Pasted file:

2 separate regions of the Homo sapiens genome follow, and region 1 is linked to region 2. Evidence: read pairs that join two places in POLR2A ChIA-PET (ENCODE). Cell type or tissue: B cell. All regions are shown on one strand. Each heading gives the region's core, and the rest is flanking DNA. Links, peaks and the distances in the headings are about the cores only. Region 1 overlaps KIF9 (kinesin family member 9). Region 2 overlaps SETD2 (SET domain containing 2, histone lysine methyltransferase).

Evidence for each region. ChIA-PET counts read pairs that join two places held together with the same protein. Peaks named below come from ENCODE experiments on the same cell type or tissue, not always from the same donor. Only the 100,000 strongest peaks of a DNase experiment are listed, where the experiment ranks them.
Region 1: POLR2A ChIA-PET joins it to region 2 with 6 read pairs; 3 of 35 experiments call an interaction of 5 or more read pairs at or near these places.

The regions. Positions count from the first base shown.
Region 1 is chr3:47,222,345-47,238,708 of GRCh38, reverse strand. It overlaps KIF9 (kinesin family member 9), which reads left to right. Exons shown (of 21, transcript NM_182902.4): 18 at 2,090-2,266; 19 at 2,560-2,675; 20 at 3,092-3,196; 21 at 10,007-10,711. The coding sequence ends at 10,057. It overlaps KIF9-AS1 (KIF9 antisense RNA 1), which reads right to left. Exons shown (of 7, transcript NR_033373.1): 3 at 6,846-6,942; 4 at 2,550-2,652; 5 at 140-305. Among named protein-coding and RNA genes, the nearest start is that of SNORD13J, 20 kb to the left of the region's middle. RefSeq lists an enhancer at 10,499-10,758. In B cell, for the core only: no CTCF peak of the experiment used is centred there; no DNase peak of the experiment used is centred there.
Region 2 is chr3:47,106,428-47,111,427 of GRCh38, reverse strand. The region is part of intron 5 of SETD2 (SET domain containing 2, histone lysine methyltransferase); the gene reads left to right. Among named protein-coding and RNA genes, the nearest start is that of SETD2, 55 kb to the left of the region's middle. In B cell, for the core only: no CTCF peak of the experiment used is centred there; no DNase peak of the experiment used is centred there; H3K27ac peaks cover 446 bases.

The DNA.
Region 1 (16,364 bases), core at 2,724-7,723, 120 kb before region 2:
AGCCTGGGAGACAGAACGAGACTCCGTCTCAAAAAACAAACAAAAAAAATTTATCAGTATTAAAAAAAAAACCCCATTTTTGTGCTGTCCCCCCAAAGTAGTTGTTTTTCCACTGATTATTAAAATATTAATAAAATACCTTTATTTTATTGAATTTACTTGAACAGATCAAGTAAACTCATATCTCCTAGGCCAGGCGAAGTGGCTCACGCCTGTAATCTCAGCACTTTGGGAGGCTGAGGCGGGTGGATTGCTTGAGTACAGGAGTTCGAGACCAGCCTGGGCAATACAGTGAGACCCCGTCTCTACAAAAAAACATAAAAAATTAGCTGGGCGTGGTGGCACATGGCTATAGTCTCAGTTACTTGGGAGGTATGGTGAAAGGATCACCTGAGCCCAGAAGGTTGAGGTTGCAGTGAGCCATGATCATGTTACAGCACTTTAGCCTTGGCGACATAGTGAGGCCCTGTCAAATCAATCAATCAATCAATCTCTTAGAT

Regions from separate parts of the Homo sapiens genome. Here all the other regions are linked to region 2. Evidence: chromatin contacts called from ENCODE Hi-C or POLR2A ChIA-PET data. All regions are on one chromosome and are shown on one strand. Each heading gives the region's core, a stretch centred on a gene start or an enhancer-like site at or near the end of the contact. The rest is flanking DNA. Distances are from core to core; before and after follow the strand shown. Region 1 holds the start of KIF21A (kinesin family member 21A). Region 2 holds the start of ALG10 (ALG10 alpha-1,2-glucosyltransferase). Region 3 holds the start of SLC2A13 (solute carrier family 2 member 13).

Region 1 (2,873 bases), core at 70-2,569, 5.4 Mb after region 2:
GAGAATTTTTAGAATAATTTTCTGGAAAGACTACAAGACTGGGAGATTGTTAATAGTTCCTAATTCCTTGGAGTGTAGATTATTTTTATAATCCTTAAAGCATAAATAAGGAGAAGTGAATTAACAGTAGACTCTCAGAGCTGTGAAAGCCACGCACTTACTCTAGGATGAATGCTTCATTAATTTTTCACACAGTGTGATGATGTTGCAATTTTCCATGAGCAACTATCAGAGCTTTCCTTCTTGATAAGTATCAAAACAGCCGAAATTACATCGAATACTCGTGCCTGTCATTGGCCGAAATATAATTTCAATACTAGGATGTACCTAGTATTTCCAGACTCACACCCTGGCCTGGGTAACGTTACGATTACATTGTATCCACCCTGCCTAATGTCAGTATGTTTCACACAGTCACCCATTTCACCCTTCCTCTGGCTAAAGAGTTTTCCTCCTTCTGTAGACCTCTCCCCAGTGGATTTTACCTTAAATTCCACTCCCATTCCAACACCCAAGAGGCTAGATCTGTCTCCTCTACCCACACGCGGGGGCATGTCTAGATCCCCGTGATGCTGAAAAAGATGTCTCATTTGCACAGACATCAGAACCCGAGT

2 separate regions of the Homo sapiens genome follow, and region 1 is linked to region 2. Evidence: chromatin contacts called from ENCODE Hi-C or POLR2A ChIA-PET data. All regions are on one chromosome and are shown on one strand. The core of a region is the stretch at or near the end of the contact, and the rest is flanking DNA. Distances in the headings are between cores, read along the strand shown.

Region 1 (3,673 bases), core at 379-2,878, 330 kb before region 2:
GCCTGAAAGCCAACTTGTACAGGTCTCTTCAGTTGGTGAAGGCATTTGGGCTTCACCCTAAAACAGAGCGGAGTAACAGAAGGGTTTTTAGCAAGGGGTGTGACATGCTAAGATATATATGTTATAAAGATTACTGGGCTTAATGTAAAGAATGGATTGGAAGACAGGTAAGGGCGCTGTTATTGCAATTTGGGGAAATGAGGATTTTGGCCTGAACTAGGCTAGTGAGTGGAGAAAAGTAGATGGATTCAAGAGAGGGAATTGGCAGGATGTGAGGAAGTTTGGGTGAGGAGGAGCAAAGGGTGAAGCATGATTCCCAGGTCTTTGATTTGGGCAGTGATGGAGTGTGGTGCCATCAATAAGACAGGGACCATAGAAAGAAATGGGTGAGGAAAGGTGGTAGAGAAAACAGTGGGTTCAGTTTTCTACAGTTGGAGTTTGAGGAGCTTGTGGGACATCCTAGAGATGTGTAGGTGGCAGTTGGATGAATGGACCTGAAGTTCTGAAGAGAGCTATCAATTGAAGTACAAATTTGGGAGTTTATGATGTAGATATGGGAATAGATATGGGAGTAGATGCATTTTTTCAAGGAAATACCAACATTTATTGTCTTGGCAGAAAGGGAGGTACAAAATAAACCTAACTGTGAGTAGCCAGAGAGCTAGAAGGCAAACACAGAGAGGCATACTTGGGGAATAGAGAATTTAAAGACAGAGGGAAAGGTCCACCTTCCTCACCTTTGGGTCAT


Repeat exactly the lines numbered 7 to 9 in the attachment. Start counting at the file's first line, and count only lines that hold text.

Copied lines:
The DNA.
Region 1 (16,364 bases), core at 2,724-7,723, 120 kb before region 2:
AGCCTGGGAGACAGAACGAGACTCCGTCTCAAAAAACAAACAAAAAAAATTTATCAGTATTAAAAAAAAAACCCCATTTTTGTGCTGTCCCCCCAAAGTAGTTGTTTTTCCACTGATTATTAAAATATTAATAAAATACCTTTATTTTATTGAATTTACTTGAACAGATCAAGTAAACTCATATCTCCTAGGCCAGGCGAAGTGGCTCACGCCTGTAATCTCAGCACTTTGGGAGGCTGAGGCGGGTGGATTGCTTGAGTACAGGAGTTCGAGACCAGCCTGGGCAATACAGTGAGACCCCGTCTCTACAAAAAAACATAAAAAATTAGCTGGGCGTGGTGGCACATGGCTATAGTCTCAGTTACTTGGGAGGTATGGTGAAAGGATCACCTGAGCCCAGAAGGTTGAGGTTGCAGTGAGCCATGATCATGTTACAGCACTTTAGCCTTGGCGACATAGTGAGGCCCTGTCAAATCAATCAATCAATCAATCTCTTAGAT